If salaries are a poor measure of worth, reviews at work can loom like a public examination of your soul. I have seen various tactics where the two discussions are split. The 'number' is given first so that an open discussion can be had. It is given last because the discussion is more important than the number. It is given at a wildly different time to the chat so that it doesn't dominate either way. It tends to dominate since it is such a clear signal of what the bottom line impression is.
I agree with the principle that if you discover anything that comes as a big surprise in an annual review, the relationship is dysfunctional. If a manager is relying on sitting down with a bunch of data to examine how someone has performed, the relationship is dysfunctional. The only form of feedback that I think we take kindly to is from someone we trust. Trust comes from a belief that someone has a good understanding of what you are doing, what you are trying to achieve and why you are doing what you are doing. Many of these things are ridiculously hard to communicate. The person who has best articulated this for me is Virginia Postrel. Which is why I call the heart of the problem the Postrel Problem.
The last century has seen the magic of the industrial revolution. Through division of skills and the introduction of machines, productivity has exploded and much of the world has been ripped from poverty. The last three decades in China are nothing short of miraculous. Many of the gains come from cutting out inefficiencies and standardising. If things are standardised they are easily communicable. Once you can do something well, you can roll it out. You can use a cookie cutter approach. Decisions can slowly but surely be made further and further away from the customer.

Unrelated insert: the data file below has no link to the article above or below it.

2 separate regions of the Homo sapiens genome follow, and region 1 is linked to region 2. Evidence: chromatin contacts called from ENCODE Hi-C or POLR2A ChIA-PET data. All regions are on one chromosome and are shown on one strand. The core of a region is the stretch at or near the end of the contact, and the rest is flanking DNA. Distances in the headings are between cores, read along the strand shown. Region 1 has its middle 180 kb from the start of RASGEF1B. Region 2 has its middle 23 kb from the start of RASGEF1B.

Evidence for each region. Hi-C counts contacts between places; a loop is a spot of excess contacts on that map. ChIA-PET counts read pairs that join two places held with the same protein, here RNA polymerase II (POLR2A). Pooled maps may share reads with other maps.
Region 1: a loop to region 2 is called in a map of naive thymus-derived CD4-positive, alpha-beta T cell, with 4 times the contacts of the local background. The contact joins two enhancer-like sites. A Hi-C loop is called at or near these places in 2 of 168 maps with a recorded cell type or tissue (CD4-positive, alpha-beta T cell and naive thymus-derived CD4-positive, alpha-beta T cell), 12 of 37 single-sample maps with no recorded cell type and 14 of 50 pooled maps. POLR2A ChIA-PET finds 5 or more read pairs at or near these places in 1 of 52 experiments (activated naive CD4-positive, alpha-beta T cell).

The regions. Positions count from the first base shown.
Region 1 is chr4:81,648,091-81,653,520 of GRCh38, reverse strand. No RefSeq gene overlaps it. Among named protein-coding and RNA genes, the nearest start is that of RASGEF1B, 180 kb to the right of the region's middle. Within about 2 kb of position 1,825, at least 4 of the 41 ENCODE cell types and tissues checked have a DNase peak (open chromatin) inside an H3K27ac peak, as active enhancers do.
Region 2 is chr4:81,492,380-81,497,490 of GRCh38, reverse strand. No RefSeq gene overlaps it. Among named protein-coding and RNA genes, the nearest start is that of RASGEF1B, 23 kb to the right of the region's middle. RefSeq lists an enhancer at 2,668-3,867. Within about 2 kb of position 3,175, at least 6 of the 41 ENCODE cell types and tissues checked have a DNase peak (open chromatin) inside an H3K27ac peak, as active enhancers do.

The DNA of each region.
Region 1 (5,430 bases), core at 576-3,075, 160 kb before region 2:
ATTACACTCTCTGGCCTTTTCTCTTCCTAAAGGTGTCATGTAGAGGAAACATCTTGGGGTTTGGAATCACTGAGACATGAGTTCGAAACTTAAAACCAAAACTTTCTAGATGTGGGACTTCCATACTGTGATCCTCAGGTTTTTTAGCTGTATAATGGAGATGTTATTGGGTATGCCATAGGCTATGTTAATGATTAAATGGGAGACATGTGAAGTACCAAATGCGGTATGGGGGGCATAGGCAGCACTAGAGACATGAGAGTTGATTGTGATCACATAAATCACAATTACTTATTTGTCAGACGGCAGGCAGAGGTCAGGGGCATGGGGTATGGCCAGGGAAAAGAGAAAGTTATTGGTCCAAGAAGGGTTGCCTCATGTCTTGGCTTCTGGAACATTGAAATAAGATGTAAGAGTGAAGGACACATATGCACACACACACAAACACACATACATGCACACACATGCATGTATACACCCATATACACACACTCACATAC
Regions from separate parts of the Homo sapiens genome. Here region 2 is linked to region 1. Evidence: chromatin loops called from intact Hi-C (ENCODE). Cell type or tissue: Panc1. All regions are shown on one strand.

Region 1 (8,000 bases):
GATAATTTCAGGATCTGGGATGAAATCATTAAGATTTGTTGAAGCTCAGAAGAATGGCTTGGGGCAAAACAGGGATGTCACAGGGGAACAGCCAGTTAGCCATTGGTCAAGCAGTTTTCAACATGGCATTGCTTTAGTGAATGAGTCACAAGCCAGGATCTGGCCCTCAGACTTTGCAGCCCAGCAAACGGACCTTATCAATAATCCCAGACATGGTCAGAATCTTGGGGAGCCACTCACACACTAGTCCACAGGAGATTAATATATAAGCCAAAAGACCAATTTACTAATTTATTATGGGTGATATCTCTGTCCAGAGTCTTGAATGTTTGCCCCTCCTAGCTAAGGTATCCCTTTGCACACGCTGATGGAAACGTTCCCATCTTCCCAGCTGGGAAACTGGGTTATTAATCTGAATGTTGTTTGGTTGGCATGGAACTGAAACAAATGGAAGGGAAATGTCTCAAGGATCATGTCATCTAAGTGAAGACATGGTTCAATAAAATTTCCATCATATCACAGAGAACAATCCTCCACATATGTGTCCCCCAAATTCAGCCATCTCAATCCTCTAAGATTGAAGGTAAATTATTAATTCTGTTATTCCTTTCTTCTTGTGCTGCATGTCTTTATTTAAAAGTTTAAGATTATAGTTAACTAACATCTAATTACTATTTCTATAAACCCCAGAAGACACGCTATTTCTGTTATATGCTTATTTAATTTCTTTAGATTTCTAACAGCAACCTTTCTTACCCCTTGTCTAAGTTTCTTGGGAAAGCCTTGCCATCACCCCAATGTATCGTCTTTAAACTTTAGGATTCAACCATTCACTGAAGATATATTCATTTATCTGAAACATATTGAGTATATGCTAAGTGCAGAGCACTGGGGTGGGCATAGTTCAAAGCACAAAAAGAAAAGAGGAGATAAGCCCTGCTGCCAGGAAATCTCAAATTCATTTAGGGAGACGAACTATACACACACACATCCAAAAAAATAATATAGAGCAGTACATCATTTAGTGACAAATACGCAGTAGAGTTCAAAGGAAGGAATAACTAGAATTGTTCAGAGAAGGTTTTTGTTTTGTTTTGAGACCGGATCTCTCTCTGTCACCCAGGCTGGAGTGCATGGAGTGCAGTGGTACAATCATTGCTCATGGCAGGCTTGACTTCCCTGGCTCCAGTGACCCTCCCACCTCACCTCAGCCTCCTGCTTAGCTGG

Except they can't. At some point we get beyond the stuff we have to do, and to the stuff we want to do. Jobs are not just jobs. They are an expression of personality. They give meaning. They are a source of relationships. They start conversations. This is the kind of stuff that can't be communicated through data or even written feedback. Sit down and try write just 100 words on the 10 most important people in your life and why that is the case. It is hard! It is ridiculously hard.
A lot of our knowledge is tacit. We don't even understand that we understand it. It comes through time, nuance, relationships, empathy, connecting and a web that can't be expressed except through experience. That is why Postrel argues convincingly that decisions should be pushed down not up. The role of a manager in a world they don't understand shouldn't be to try. The role should be to remove obstacles. To ask how they can stop getting in the way and how they can provide resources and perspective. Or they should just roll up their sleeves and work with people.
The reason reviews often end up being awful is because managers are typically busy. They don't work with people, people work for them. The best feedback comes from people you work with. It doesn't come in an annual review. It comes over time. It doesn't always come through words. And it certainly doesn't come in the form of a number.